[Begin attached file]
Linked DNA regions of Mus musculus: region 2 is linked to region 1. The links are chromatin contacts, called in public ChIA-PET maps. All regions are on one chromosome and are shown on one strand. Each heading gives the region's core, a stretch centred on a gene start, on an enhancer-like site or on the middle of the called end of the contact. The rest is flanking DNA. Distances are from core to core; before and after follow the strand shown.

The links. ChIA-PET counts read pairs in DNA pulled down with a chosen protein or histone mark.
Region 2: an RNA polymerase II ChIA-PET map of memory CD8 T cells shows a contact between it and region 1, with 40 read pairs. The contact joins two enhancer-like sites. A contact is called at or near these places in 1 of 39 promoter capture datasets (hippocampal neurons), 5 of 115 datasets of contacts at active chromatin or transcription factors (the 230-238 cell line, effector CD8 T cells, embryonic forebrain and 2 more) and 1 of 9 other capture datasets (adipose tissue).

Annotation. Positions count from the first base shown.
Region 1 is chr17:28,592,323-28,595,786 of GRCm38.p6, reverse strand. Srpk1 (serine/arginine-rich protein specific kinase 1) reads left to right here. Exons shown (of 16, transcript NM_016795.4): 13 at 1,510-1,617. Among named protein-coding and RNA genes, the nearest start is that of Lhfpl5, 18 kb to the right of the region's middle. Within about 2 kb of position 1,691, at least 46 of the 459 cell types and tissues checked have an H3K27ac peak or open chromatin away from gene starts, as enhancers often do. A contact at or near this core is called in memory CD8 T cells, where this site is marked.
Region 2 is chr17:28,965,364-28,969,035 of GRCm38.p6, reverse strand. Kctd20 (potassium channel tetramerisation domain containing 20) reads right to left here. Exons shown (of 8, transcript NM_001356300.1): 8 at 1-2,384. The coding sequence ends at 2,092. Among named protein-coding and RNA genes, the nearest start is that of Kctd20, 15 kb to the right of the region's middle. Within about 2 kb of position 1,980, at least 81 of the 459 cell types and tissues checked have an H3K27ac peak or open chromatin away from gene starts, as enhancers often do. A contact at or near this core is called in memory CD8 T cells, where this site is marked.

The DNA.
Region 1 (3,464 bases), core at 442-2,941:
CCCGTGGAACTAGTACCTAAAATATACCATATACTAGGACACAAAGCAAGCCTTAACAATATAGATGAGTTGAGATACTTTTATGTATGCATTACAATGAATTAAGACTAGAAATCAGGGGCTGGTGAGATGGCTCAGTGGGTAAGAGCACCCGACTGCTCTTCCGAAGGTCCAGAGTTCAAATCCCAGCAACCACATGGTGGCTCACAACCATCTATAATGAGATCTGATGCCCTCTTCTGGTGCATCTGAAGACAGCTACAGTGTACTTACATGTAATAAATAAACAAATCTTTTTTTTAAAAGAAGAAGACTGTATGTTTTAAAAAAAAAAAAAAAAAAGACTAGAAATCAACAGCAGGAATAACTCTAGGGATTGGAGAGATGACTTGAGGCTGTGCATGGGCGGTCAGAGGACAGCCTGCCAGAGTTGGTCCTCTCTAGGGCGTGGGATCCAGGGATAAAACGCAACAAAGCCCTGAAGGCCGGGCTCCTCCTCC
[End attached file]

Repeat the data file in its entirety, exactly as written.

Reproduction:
Linked DNA regions of Mus musculus: region 2 is linked to region 1. The links are chromatin contacts, called in public ChIA-PET maps. All regions are on one chromosome and are shown on one strand. Each heading gives the region's core, a stretch centred on a gene start, on an enhancer-like site or on the middle of the called end of the contact. The rest is flanking DNA. Distances are from core to core; before and after follow the strand shown.

The links. ChIA-PET counts read pairs in DNA pulled down with a chosen protein or histone mark.
Region 2: an RNA polymerase II ChIA-PET map of memory CD8 T cells shows a contact between it and region 1, with 40 read pairs. The contact joins two enhancer-like sites. A contact is called at or near these places in 1 of 39 promoter capture datasets (hippocampal neurons), 5 of 115 datasets of contacts at active chromatin or transcription factors (the 230-238 cell line, effector CD8 T cells, embryonic forebrain and 2 more) and 1 of 9 other capture datasets (adipose tissue).

Annotation. Positions count from the first base shown.
Region 1 is chr17:28,592,323-28,595,786 of GRCm38.p6, reverse strand. Srpk1 (serine/arginine-rich protein specific kinase 1) reads left to right here. Exons shown (of 16, transcript NM_016795.4): 13 at 1,510-1,617. Among named protein-coding and RNA genes, the nearest start is that of Lhfpl5, 18 kb to the right of the region's middle. Within about 2 kb of position 1,691, at least 46 of the 459 cell types and tissues checked have an H3K27ac peak or open chromatin away from gene starts, as enhancers often do. A contact at or near this core is called in memory CD8 T cells, where this site is marked.
Region 2 is chr17:28,965,364-28,969,035 of GRCm38.p6, reverse strand. Kctd20 (potassium channel tetramerisation domain containing 20) reads right to left here. Exons shown (of 8, transcript NM_001356300.1): 8 at 1-2,384. The coding sequence ends at 2,092. Among named protein-coding and RNA genes, the nearest start is that of Kctd20, 15 kb to the right of the region's middle. Within about 2 kb of position 1,980, at least 81 of the 459 cell types and tissues checked have an H3K27ac peak or open chromatin away from gene starts, as enhancers often do. A contact at or near this core is called in memory CD8 T cells, where this site is marked.

The DNA.
Region 1 (3,464 bases), core at 442-2,941:
CCCGTGGAACTAGTACCTAAAATATACCATATACTAGGACACAAAGCAAGCCTTAACAATATAGATGAGTTGAGATACTTTTATGTATGCATTACAATGAATTAAGACTAGAAATCAGGGGCTGGTGAGATGGCTCAGTGGGTAAGAGCACCCGACTGCTCTTCCGAAGGTCCAGAGTTCAAATCCCAGCAACCACATGGTGGCTCACAACCATCTATAATGAGATCTGATGCCCTCTTCTGGTGCATCTGAAGACAGCTACAGTGTACTTACATGTAATAAATAAACAAATCTTTTTTTTAAAAGAAGAAGACTGTATGTTTTAAAAAAAAAAAAAAAAAAGACTAGAAATCAACAGCAGGAATAACTCTAGGGATTGGAGAGATGACTTGAGGCTGTGCATGGGCGGTCAGAGGACAGCCTGCCAGAGTTGGTCCTCTCTAGGGCGTGGGATCCAGGGATAAAACGCAACAAAGCCCTGAAGGCCGGGCTCCTCCTCC